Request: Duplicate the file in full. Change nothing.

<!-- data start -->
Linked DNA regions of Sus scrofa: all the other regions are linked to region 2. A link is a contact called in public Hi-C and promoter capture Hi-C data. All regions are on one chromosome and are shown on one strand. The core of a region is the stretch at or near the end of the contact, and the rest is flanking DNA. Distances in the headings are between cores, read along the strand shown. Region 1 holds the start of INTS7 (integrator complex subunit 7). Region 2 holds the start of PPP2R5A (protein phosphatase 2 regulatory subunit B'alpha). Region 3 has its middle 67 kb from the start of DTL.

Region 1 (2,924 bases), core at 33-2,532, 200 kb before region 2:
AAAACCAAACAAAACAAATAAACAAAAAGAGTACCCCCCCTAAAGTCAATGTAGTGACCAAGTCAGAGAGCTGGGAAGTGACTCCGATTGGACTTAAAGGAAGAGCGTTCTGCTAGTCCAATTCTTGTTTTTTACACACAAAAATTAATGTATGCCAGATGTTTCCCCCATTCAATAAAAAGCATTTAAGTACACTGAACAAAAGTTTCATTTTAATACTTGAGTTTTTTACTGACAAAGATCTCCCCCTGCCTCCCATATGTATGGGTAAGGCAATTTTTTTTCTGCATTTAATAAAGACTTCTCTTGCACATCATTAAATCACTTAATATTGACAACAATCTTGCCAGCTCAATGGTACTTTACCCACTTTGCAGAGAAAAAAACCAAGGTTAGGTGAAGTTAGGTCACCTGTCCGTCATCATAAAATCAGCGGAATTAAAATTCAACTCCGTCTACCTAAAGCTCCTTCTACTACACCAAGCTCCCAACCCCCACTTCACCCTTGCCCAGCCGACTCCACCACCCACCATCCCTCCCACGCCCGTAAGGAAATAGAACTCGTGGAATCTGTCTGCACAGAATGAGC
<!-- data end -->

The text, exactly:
Linked DNA regions of Sus scrofa: all the other regions are linked to region 2. A link is a contact called in public Hi-C and promoter capture Hi-C data. All regions are on one chromosome and are shown on one strand. The core of a region is the stretch at or near the end of the contact, and the rest is flanking DNA. Distances in the headings are between cores, read along the strand shown. Region 1 holds the start of INTS7 (integrator complex subunit 7). Region 2 holds the start of PPP2R5A (protein phosphatase 2 regulatory subunit B'alpha). Region 3 has its middle 67 kb from the start of DTL.

Region 1 (2,924 bases), core at 33-2,532, 200 kb before region 2:
AAAACCAAACAAAACAAATAAACAAAAAGAGTACCCCCCCTAAAGTCAATGTAGTGACCAAGTCAGAGAGCTGGGAAGTGACTCCGATTGGACTTAAAGGAAGAGCGTTCTGCTAGTCCAATTCTTGTTTTTTACACACAAAAATTAATGTATGCCAGATGTTTCCCCCATTCAATAAAAAGCATTTAAGTACACTGAACAAAAGTTTCATTTTAATACTTGAGTTTTTTACTGACAAAGATCTCCCCCTGCCTCCCATATGTATGGGTAAGGCAATTTTTTTTCTGCATTTAATAAAGACTTCTCTTGCACATCATTAAATCACTTAATATTGACAACAATCTTGCCAGCTCAATGGTACTTTACCCACTTTGCAGAGAAAAAAACCAAGGTTAGGTGAAGTTAGGTCACCTGTCCGTCATCATAAAATCAGCGGAATTAAAATTCAACTCCGTCTACCTAAAGCTCCTTCTACTACACCAAGCTCCCAACCCCCACTTCACCCTTGCCCAGCCGACTCCACCACCCACCATCCCTCCCACGCCCGTAAGGAAATAGAACTCGTGGAATCTGTCTGCACAGAATGAGC